The problem with such programs (and yes, I saw most if not all of the DVDs and participated in maybe half of the discussions in the group–so I’m speaking from some measure of experience) is that they don’t aim at the heart. Christianity is reduced to a worldview in abstraction.
It’s the day after Christmas. The new phone case I got from my brother is on my phone, the new peacoat and scarf I got from my mom & dad are on the back of my chair, the new book on the music of hymns which a mentor and friend gave me is on my shelf and I’m making good progress on a book about the Eucharist.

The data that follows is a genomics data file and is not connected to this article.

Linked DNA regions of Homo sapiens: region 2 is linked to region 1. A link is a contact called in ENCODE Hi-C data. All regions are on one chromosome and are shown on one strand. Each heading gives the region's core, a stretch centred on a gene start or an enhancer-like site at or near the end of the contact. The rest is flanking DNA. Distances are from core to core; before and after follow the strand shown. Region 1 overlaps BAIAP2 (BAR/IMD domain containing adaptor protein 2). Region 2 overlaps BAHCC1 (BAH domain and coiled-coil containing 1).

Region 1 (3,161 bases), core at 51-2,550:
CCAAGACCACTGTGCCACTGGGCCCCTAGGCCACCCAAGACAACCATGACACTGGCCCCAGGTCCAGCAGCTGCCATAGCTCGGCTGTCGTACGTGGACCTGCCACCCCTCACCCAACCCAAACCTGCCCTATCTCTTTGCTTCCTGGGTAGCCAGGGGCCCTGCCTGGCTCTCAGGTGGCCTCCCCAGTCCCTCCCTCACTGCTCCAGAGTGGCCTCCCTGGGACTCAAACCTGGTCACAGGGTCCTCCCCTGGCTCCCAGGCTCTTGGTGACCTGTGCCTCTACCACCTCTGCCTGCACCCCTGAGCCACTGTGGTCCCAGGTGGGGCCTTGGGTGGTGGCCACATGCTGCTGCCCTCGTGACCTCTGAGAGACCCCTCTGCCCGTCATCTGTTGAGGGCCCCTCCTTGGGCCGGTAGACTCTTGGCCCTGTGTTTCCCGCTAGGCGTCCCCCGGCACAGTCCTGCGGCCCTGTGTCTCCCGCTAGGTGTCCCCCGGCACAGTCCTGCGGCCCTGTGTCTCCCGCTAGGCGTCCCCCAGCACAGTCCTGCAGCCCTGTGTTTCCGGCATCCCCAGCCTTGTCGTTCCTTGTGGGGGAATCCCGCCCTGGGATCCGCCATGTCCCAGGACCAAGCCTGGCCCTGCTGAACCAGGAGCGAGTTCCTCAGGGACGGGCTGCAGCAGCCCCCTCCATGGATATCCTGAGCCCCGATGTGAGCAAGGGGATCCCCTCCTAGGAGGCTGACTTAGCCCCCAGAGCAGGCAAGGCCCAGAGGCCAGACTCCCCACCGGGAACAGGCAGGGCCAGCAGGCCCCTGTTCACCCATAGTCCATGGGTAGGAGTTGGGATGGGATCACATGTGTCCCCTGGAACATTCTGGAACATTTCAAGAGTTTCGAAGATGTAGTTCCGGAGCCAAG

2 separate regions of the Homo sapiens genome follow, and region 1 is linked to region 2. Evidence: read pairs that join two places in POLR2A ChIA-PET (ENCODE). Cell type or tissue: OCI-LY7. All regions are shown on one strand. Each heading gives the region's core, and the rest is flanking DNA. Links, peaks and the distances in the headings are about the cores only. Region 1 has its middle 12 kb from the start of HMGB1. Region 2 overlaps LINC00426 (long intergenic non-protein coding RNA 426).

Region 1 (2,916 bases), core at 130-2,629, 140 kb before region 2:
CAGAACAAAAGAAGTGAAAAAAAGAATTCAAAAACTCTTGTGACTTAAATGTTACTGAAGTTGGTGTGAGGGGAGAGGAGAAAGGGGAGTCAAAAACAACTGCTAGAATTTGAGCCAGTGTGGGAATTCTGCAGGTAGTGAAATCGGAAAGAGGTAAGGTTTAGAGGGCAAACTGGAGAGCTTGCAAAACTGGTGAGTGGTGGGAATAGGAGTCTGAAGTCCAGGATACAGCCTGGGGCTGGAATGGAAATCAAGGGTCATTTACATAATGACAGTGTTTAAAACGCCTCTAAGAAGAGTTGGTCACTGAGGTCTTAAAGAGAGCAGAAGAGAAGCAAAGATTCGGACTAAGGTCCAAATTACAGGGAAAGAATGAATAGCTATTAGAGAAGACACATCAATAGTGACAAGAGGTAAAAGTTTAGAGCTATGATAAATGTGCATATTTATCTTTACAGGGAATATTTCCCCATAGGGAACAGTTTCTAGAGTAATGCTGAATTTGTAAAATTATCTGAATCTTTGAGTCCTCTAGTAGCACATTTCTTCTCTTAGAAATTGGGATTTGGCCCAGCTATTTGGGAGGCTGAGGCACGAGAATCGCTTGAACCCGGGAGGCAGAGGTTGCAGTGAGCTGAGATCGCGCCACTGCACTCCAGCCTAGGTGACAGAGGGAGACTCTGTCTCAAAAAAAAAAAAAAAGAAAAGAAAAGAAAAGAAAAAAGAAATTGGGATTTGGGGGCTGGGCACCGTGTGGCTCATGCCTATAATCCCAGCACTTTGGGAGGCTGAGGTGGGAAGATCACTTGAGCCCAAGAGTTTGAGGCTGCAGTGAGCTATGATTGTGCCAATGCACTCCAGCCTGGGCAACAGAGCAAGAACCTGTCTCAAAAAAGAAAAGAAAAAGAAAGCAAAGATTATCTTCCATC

What does it mean to be reasonable? Google’s definition says,
(of a person) having sound judgment; fair and sensible.
That seems fairly straightforward…”fair and sensible.”
What happens when someone you know holds the opinion that they are, in fact, reasonable–when in truth, they are not? Is it loving to confront them? How often? To simply navigate the situation so that the fewest people are hurt?
What happens when the person accuses you of upsetting the way things are due to the fact that you’ve sought advice and/or counseling about them in the past? How does one love that person well?
In my counseling class at seminary, we’ve been talking about family dynamics. It’s been a tough discussion, what with all of the talk about abuse, narcissistic families, borderline personality disorder and digging into one’s own story.
It’s especially tough when some of what the class dredges up is your own story, your own anxiety, your own muck.